Intrathecal IgG synthesis and persistent inflammation are associated with white matter lesions in HIV-negative patients with cryptococcal meningoencephalitis

Masaki Ohyagi, Takashi Irioka, Takuya Ohkubo, Satoru Ishibashi, Yuko K. Takahashi, Eiichiro Amano, Akira MacHida, Hiroya Kuwahara, Takanori Yokota

Research output: Contribution to journalArticlepeer-review

Abstract

Objective Cryptococcal meningoencephalitis (CM) causes significant morbidity and mortality in human immunodeficiency virus (HIV)-negative and HIV-positive populations. White matter lesions (WMLs) have been reported in both populations of CM patients; however, the mechanisms underlying WML formation remain unknown. We herein report the relationship between the intrathecal immune response and the development of WMLs in HIV-negative patients with CM. Methods Eleven consecutive HIV-negative patients with CM who presented at one of three emergency hospitals in Japan from April 2001 to March 2018 were enrolled. For all patients, we retrospectively assessed the relationships between clinical and laboratory information and the presence of WMLs. Results At presentation, 6 patients had WMLs on magnetic resonance imaging (MRI). The cerebrospinal fluid immunoglobulin G (CSF IgG) index was significantly higher in the patients with WMLs than in those without WMLs (mean, 1.34 vs. 0.70, p=0.017). The time from the symptom onset to initial neuroimaging was also significantly longer in the patients with WMLs than in those without WMLs (median, 31.5 vs. 7.0 days; p=0.008). The clinical outcome was comparable among the patients with and without WMLs. Conclusion In HIV-negative patients with CM, a persistent, aberrant immune response to Cryptococcus, such as intrathecal IgG synthesis, may induce WML formation.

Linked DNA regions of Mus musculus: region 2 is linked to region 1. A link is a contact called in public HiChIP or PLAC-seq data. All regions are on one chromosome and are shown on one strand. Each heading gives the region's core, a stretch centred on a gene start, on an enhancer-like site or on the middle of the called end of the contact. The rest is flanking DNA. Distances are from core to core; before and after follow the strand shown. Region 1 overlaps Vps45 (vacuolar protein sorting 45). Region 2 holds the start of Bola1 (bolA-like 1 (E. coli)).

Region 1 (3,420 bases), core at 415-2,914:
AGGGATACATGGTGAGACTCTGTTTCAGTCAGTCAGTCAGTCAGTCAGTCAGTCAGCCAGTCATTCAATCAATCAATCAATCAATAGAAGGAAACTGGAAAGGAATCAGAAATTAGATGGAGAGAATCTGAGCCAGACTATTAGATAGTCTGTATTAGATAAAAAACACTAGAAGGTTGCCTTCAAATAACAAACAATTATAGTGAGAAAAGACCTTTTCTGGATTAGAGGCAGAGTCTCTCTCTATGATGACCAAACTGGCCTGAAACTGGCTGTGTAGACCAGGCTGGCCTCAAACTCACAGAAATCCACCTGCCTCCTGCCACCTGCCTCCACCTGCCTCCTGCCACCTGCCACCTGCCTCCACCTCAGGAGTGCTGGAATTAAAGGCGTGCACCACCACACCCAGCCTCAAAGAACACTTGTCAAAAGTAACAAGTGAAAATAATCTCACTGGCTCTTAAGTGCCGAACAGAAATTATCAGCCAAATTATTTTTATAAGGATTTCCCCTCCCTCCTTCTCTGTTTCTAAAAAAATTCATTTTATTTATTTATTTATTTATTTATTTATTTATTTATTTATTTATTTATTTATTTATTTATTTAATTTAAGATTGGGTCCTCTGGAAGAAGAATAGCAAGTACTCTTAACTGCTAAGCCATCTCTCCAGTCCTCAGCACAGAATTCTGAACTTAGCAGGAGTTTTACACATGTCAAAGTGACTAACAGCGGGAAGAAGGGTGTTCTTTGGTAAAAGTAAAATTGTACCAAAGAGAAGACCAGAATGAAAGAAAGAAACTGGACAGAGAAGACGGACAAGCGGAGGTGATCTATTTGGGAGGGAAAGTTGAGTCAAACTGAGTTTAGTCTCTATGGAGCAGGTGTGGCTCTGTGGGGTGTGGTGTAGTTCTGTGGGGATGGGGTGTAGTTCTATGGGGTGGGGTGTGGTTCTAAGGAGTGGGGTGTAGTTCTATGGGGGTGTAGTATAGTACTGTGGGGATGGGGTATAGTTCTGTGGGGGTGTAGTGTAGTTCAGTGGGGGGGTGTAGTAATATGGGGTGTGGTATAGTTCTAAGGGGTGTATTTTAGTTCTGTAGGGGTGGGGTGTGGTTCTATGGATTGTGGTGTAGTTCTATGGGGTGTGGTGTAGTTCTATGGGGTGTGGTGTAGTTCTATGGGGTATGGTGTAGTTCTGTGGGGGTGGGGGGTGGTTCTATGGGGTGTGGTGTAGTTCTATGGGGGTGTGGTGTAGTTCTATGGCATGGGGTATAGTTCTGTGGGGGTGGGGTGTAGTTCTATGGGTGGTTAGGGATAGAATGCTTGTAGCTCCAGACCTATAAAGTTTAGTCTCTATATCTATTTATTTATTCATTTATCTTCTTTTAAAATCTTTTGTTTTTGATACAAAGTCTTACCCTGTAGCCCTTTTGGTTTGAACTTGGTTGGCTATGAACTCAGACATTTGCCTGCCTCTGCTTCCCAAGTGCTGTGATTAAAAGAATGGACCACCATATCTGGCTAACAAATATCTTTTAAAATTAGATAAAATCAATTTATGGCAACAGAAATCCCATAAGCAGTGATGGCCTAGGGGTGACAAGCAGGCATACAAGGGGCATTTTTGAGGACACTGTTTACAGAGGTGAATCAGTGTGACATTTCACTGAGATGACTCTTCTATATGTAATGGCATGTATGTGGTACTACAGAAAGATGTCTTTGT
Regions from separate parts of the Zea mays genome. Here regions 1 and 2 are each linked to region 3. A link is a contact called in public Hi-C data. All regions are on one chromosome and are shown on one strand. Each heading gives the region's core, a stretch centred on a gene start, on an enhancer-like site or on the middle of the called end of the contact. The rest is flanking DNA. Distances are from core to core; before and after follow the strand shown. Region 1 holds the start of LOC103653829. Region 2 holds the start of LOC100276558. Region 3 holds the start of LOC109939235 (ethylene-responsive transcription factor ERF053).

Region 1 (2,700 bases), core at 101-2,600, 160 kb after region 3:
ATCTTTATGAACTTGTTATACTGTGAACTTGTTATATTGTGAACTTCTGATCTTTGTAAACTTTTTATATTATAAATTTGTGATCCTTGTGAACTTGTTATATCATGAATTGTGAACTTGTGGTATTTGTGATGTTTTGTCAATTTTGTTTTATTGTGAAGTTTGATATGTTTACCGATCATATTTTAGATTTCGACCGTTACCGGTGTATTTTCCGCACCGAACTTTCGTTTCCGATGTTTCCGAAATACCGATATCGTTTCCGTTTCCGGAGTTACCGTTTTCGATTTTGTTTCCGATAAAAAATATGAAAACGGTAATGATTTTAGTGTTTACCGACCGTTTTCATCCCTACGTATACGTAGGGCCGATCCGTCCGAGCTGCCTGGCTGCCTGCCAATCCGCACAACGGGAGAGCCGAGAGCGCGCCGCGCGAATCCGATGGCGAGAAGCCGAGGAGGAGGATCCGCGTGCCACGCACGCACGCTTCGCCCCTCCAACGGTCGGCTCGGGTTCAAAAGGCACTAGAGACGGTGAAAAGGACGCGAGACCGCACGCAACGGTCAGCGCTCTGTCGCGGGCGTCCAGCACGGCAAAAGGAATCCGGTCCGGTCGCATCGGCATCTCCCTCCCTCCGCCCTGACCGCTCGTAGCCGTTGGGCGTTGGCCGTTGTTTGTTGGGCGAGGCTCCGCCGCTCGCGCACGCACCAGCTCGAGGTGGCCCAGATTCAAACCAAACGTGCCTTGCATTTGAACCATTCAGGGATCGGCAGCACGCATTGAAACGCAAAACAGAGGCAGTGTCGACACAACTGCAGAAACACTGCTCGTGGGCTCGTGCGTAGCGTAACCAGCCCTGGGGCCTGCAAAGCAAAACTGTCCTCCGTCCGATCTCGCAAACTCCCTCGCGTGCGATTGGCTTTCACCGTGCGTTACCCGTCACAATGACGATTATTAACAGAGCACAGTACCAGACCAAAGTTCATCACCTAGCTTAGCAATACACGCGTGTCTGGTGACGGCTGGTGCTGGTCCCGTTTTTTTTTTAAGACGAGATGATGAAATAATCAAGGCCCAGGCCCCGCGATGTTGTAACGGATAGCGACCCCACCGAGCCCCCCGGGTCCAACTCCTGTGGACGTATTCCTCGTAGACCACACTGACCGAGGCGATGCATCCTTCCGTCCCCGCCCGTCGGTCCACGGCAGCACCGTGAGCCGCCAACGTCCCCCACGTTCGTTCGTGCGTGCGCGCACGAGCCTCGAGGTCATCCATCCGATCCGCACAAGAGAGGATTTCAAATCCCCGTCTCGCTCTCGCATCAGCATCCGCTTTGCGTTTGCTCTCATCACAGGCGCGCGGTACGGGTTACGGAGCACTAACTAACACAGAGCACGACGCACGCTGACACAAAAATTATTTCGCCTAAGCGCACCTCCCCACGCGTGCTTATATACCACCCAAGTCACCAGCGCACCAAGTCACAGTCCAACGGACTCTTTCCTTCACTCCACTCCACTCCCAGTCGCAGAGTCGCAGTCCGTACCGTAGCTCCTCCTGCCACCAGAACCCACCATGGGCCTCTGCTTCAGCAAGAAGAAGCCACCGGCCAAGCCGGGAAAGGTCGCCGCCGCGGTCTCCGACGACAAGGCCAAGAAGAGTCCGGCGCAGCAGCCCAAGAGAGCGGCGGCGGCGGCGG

Original languageEnglish
Pages (from-to)3077-3082
Number of pages6
JournalInternal Medicine
Volume58
Issue number21
DOIs
Publication statusPublished - 2019
Externally publishedYes

Keywords

  • Autoimmune diseases
  • Cryptococcal meningitis
  • Immune reconstitution inflammatory syndrome
  • Leukoencephalopathy

ASJC Scopus subject areas

  • Internal Medicine

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